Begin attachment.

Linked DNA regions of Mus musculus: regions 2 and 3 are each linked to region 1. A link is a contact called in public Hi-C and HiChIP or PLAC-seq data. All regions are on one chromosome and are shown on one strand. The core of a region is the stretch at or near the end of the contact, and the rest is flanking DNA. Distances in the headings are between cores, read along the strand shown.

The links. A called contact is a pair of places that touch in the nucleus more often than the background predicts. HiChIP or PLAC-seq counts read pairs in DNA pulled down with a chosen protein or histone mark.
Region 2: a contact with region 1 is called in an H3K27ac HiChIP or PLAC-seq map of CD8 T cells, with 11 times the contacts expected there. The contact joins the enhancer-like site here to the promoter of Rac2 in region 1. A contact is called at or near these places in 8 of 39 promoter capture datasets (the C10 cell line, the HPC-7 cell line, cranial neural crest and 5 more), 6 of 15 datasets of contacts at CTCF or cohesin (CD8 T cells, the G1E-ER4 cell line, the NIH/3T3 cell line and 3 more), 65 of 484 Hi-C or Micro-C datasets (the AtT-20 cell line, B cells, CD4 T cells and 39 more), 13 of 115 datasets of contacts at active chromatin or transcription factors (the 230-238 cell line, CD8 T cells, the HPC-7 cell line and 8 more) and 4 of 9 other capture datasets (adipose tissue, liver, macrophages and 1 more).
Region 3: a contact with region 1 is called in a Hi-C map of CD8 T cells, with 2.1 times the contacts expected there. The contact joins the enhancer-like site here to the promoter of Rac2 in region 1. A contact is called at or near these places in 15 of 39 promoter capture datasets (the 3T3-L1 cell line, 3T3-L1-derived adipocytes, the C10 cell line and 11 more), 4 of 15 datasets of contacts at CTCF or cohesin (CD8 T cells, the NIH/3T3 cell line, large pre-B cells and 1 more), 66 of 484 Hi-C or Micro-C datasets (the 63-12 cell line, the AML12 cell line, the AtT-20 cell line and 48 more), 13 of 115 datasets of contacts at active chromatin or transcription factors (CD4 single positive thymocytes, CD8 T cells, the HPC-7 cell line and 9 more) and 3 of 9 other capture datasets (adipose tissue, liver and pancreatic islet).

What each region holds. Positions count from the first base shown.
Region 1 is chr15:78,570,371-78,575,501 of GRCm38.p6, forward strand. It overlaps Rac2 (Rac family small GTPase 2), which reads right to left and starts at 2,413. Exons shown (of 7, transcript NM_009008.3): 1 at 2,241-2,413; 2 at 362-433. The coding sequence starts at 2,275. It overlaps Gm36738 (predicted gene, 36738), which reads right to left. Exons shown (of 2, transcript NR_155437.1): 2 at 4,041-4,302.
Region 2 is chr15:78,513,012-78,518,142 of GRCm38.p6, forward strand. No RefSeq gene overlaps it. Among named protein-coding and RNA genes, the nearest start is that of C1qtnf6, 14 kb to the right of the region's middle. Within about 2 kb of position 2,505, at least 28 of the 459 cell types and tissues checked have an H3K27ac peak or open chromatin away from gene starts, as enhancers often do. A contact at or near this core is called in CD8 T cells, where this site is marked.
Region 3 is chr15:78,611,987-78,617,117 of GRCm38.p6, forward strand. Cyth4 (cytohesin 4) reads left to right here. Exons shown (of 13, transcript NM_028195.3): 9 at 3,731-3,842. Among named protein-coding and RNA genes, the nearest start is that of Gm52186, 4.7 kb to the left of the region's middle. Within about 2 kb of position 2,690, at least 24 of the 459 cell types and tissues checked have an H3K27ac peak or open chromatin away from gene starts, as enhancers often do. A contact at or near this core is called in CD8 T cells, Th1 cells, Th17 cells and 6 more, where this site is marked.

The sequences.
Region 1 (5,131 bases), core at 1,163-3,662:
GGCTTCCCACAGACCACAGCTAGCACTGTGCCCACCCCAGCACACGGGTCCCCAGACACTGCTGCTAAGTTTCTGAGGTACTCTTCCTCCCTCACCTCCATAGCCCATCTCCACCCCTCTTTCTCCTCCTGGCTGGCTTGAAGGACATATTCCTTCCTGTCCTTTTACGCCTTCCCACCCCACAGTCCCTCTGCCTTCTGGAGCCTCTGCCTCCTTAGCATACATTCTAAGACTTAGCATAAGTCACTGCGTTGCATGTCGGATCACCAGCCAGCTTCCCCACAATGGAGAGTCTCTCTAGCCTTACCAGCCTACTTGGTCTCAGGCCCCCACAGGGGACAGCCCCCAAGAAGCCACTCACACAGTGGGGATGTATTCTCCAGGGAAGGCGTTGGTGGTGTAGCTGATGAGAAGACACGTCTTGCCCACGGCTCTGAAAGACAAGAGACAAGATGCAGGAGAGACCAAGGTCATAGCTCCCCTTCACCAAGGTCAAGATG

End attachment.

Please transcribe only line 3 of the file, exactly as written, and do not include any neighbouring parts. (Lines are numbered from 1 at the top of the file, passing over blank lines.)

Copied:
Region 2: a contact with region 1 is called in an H3K27ac HiChIP or PLAC-seq map of CD8 T cells, with 11 times the contacts expected there. The contact joins the enhancer-like site here to the promoter of Rac2 in region 1. A contact is called at or near these places in 8 of 39 promoter capture datasets (the C10 cell line, the HPC-7 cell line, cranial neural crest and 5 more), 6 of 15 datasets of contacts at CTCF or cohesin (CD8 T cells, the G1E-ER4 cell line, the NIH/3T3 cell line and 3 more), 65 of 484 Hi-C or Micro-C datasets (the AtT-20 cell line, B cells, CD4 T cells and 39 more), 13 of 115 datasets of contacts at active chromatin or transcription factors (the 230-238 cell line, CD8 T cells, the HPC-7 cell line and 8 more) and 4 of 9 other capture datasets (adipose tissue, liver, macrophages and 1 more).